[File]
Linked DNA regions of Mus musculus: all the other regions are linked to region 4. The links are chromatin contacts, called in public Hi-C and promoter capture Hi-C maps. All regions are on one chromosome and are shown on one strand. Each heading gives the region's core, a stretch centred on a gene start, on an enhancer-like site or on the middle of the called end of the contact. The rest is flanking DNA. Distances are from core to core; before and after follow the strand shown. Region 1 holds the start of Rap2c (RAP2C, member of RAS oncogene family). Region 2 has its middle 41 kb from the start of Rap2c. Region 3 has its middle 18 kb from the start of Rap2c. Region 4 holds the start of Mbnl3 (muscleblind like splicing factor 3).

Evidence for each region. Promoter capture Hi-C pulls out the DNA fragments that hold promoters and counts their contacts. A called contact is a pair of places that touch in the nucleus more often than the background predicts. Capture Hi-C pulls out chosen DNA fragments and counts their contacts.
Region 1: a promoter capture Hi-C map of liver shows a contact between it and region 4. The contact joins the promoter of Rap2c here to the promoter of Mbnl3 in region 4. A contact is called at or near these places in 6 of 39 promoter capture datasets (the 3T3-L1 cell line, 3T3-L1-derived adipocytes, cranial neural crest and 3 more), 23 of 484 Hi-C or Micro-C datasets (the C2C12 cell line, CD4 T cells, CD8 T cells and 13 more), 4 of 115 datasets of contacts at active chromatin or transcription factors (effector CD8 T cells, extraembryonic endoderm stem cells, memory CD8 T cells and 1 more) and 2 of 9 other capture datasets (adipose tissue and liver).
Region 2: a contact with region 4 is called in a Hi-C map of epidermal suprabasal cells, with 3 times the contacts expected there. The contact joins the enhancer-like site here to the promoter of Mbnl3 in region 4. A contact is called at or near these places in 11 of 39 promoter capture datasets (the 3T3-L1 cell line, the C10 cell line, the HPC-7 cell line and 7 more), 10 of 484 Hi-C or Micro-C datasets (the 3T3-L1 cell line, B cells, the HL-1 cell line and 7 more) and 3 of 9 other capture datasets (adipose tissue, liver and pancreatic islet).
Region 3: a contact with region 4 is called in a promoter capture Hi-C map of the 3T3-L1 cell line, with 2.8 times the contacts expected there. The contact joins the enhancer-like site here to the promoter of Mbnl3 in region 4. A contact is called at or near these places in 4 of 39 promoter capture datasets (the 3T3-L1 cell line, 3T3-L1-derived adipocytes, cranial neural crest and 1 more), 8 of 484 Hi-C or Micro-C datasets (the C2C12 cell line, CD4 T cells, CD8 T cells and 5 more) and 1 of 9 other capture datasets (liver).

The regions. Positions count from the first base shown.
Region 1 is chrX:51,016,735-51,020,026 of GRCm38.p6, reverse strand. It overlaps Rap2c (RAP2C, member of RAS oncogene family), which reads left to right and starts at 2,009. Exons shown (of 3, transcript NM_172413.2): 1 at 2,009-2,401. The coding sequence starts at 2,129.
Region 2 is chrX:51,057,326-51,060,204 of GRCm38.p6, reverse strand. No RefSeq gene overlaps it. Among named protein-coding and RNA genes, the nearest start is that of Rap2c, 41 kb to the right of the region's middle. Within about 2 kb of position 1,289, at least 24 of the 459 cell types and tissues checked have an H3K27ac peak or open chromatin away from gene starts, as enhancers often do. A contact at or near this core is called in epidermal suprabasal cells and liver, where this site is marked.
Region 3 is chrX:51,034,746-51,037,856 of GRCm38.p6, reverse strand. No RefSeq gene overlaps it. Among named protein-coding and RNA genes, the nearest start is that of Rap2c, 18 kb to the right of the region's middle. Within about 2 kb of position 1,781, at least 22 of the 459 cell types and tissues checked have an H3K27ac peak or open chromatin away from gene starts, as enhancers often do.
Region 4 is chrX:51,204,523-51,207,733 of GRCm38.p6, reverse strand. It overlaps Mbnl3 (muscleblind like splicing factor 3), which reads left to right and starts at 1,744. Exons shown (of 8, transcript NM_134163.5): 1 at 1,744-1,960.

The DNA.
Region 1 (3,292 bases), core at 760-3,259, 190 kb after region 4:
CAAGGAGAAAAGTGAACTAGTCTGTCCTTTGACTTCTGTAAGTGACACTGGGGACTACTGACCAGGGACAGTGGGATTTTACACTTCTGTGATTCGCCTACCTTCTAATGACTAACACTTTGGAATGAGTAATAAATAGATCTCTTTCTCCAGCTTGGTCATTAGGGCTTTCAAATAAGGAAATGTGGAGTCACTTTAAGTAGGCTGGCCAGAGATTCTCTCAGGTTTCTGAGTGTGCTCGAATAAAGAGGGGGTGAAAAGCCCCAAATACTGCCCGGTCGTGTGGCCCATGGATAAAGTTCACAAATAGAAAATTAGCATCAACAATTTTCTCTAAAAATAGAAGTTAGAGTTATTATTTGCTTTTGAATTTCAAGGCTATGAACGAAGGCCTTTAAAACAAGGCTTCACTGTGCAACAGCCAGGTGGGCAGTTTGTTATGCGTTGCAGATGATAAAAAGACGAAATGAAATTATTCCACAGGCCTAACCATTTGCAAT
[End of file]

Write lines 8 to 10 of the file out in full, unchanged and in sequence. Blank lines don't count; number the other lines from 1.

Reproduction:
Region 2 is chrX:51,057,326-51,060,204 of GRCm38.p6, reverse strand. No RefSeq gene overlaps it. Among named protein-coding and RNA genes, the nearest start is that of Rap2c, 41 kb to the right of the region's middle. Within about 2 kb of position 1,289, at least 24 of the 459 cell types and tissues checked have an H3K27ac peak or open chromatin away from gene starts, as enhancers often do. A contact at or near this core is called in epidermal suprabasal cells and liver, where this site is marked.
Region 3 is chrX:51,034,746-51,037,856 of GRCm38.p6, reverse strand. No RefSeq gene overlaps it. Among named protein-coding and RNA genes, the nearest start is that of Rap2c, 18 kb to the right of the region's middle. Within about 2 kb of position 1,781, at least 22 of the 459 cell types and tissues checked have an H3K27ac peak or open chromatin away from gene starts, as enhancers often do.
Region 4 is chrX:51,204,523-51,207,733 of GRCm38.p6, reverse strand. It overlaps Mbnl3 (muscleblind like splicing factor 3), which reads left to right and starts at 1,744. Exons shown (of 8, transcript NM_134163.5): 1 at 1,744-1,960.